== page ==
The IMF today increased the influence of China, South Korea, Turkey and Mexico to reflect their growing economies. The move is seen as an attempt to boost the credibility of the IMF — but will it work? Scott Tong reports.
Public policy's tough to quantify, but one theory may help predict changes in political stability and openness. Host Kai Ryssdal talks with Ian Bremmer, president of the world's largest political risk consultancy, about his new book, The J Curve.
Israeli defense spending has already seen a $1 billion-plus jump, largely to pay for the costly war with Hezbollah. The administration wants more but Israelis are saying it needs to use the money it has better. Hilary Krieger reports.
Anousheh Ansari blasted off to the International Space Station today to become the first female space tourist. Christopher Noxon and Ruth Ellenson had a few things to say about her trip to the final frontier.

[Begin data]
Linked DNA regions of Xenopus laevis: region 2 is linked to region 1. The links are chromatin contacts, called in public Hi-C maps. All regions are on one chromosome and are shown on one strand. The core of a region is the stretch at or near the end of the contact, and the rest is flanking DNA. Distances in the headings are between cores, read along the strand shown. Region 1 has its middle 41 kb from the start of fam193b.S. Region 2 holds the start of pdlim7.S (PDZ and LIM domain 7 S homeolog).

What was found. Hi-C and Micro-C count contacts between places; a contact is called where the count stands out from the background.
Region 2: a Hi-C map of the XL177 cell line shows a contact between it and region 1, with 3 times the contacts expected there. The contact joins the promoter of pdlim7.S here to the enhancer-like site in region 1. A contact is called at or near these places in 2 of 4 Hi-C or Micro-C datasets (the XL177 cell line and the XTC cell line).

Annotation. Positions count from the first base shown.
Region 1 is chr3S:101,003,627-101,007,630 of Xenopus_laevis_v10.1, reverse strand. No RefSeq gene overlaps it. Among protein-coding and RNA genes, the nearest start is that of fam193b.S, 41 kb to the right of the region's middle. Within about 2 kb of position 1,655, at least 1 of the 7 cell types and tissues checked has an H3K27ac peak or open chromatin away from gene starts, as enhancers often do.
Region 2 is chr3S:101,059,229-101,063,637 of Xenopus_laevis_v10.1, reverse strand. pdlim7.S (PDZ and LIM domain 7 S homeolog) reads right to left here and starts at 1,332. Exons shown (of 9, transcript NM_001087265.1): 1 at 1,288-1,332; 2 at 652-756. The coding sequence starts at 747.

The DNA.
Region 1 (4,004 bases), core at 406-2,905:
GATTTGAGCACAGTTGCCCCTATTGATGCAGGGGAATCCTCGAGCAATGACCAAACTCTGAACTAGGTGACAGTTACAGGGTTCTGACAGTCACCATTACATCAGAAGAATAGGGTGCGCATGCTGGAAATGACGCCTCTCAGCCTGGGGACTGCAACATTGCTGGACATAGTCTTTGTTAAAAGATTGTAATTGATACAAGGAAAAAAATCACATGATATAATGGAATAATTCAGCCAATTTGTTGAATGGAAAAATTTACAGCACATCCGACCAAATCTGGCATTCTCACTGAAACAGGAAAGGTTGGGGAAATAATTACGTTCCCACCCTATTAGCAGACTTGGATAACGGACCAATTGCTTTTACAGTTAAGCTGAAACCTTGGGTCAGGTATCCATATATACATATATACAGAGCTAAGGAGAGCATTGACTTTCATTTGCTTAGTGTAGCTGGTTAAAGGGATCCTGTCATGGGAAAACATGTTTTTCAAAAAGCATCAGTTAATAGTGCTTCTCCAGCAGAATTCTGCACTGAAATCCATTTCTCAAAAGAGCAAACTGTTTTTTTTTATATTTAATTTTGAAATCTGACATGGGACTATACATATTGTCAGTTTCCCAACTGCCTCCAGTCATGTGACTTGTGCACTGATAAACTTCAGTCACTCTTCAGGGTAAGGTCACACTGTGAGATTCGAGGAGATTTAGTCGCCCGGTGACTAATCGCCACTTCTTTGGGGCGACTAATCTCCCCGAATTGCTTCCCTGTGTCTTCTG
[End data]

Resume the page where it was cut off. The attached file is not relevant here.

The IRS says it's renewed efforts to enforce the laws that limit churches and charities from involvement in partisan political campaigns. One group is sending out warning letters to 117,000 clergy members. Nancy Marshall Genzer reports.
Warner Music will distribute its music and videos through the YouTube website and license the music to its users. Which means better — or at least legal — soundtracks for all those homemade movies. Janet Babin reports.
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